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IA Lab report solubility

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Solubility A comparison of three substances in group 17 of the periodic table Erik Th�rnblad, IB06A-PDP 2007-04-21 Aim The aim for this lab was to investigate how the altering of anions does affect the solubility of three different substances. Variables The independent variables were the salts, which were altered throughout the experiment. The solubility was the dependent variable, and the controlled variables were the temperature and the volume o the water. Equipment * 6.41 g Potassium Chloride, * 6.41 g Potassium Bromide, * 6.41 g Potassium Iodide, * 5 g water, (for each experiment) Magnetic stirrer, magnet, funnel, filter (0.87 g), two beakers (20 ml 17.27 g), spoon, scale with an uncertainty of � 0.005 g and a graduated cylinder with an uncertainty of � 0.05 ml Method At first, 5 ml (5 g) water was filled up with the graduated cylinder, and then moved to the beaker. The beaker was then filled with an excess of Potassium Chloride. The beaker was put on a magnetic stirrer, and with a magnet we stirred the solution for two minutes. The solution was then filtrated with the funnel and the filter, and thus we got the excess salt, that had not dissolved in the water, alone in the filter. As the filter became wet, drying was required to evaporate the water. ...read more.


6.41 - 4.58 = 1.83 solubility 1.83 / 5=36.6 / 100 KI Weight in beaker (g � 0.01) 23.68 - 17.27 = 6.41 in filter (g � 0.01) 2.68 - 0.87 = 1.81 in solution (g � 0.02) 6.41 - 1.81 = 4.60 solubility 4.6 / 5.0 = 92/100 Now, the uncertainty of the solubility of KCL is approximately: The uncertainty of the solubility of KBr is approximately: The uncertainty of the solubility of KI is approximately: These three tables with values were then, to more easily see the differences, combined into one: Salt KCl KBr KI in beaker (g � 0.01) 6.41 6.41 6.41 in filter (g � 0.01) 5.06 4.58 1.81 in solution (g � 0.02) 1.35 1.83 4.60 Solubility per 100 g water 27.0(� 2.48%) 36.6(g � 2.09%) 92.0(g � 1.43%) The values of solubility, presented in g salt that can be dissolved in 100 g water, was then inserted into the below diagram. The solubility among the three salts undoubtedly differs. Now comparing with the solubility which should have been reached, it is clear that the result reached is not very closed to the result that should have been reached. Conclusion We evidentially see that the change of anion does affect the solubility. An equal amount of salt was used in every test, and yet the solubility differed. ...read more.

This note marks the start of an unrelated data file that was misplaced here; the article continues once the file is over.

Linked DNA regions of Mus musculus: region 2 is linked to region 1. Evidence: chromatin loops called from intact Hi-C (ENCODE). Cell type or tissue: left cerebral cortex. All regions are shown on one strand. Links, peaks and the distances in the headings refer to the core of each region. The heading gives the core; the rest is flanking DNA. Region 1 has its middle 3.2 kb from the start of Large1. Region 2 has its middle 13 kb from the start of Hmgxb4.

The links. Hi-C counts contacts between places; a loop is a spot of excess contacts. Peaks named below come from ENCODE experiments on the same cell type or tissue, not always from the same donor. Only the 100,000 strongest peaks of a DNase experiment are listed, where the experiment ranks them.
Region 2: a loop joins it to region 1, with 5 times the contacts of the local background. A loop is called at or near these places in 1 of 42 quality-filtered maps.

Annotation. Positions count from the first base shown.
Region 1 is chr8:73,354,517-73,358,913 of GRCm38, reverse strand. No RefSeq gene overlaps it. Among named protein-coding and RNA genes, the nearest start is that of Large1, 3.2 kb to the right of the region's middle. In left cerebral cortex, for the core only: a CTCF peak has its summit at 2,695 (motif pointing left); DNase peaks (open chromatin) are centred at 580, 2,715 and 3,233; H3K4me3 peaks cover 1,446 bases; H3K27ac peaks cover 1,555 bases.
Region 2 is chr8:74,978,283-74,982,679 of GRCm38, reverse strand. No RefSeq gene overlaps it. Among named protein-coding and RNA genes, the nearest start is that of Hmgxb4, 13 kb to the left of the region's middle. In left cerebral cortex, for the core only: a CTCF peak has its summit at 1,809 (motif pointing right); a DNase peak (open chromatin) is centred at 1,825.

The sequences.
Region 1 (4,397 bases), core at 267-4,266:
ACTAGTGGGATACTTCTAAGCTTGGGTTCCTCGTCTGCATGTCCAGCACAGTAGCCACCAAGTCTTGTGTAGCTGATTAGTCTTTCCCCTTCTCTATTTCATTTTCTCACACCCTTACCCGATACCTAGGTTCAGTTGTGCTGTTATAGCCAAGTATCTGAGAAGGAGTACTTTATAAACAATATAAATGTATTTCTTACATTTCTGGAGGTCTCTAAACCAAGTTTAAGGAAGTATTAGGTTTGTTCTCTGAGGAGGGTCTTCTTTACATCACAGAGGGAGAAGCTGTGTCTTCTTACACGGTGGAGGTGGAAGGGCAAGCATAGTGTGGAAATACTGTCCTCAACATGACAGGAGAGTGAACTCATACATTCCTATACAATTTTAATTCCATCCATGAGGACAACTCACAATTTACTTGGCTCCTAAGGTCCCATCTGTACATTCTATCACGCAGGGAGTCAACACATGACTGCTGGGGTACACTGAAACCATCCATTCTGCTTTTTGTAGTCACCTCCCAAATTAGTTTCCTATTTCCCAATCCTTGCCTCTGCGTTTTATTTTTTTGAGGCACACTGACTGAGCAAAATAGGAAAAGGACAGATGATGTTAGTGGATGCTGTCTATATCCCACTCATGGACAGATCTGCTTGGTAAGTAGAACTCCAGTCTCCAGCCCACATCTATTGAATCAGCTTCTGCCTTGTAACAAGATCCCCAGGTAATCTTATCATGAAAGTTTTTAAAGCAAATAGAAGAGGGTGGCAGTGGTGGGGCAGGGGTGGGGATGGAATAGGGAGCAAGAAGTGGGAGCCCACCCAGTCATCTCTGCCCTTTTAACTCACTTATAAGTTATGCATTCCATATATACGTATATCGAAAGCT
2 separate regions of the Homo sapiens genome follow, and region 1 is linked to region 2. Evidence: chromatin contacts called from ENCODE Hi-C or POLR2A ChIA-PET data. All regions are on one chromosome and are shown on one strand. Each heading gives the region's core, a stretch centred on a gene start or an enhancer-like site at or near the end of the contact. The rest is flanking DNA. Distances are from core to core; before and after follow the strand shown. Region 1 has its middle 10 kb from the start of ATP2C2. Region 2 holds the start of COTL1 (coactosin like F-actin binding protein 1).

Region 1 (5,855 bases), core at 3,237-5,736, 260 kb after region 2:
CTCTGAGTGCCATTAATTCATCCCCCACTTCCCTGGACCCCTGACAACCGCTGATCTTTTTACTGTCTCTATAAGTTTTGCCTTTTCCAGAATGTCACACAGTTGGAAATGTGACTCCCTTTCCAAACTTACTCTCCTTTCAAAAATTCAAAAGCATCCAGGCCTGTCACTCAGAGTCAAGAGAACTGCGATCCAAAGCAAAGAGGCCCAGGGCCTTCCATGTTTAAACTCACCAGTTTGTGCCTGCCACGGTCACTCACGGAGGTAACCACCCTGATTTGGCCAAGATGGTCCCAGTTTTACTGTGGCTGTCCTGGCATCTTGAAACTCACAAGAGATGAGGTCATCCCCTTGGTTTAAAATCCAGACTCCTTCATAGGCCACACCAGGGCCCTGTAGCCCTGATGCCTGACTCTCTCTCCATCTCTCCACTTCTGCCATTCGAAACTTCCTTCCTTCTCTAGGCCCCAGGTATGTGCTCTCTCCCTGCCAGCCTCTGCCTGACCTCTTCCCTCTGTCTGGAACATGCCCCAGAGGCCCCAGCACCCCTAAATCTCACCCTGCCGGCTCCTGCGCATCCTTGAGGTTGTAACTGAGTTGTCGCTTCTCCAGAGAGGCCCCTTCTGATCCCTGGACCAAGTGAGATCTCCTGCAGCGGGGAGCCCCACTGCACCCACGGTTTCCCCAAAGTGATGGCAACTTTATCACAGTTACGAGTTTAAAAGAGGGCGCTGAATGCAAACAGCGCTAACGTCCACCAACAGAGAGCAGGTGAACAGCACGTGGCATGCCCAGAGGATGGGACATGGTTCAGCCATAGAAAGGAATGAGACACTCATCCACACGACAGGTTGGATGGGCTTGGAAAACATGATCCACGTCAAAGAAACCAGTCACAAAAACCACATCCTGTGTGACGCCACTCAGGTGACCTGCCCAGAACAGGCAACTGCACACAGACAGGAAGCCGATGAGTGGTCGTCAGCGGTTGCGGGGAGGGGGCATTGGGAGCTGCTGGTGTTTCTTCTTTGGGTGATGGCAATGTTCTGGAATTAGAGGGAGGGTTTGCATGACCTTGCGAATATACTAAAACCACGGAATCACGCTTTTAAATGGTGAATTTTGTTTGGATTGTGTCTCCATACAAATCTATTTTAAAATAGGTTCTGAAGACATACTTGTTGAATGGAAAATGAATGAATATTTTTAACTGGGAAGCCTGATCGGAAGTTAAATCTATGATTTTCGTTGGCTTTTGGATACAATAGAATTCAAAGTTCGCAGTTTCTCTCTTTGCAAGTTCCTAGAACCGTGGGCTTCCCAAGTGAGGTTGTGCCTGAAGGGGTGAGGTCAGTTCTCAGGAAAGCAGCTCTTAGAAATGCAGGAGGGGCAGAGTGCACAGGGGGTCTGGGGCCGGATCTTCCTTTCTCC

Evaluation One test per salt is far too little. It is not at all certain that the result is reliable. There might have been some kind of error, a human mistake, or just pure chance, which affected the result. It is possible that the results are supposed to be the other way around, with KI as the salt dissolving the least, instead of KCL. It is not certain whether the test was completely saturated or not. That excess salt actually appeared indicates that the samples were saturated, but still the results are far from plausible. The explanation to this most likely is that a considerable amount of salt stayed in the beaker when the solution was poured into the funnel. Instead of drying the beaker (some water remained) and weighing that salt as well, that salt was simply ignored, despite its importance for the experiment. Ignoring the salt greatly diminishes the trust in this experiment's results. Instead of using the graduated cylinder when measuring up the water, the scale should have been used for this as well. The graduated cylinder was only correct to � 0.05 ml, or to � 0.05 g (1 ml water = 1 g), whilst the scale had an uncertainty of � 0.005 g. A more precise result would have been guaranteed using the scale for this as well. ?? ?? ?? ?? 5 ...read more.

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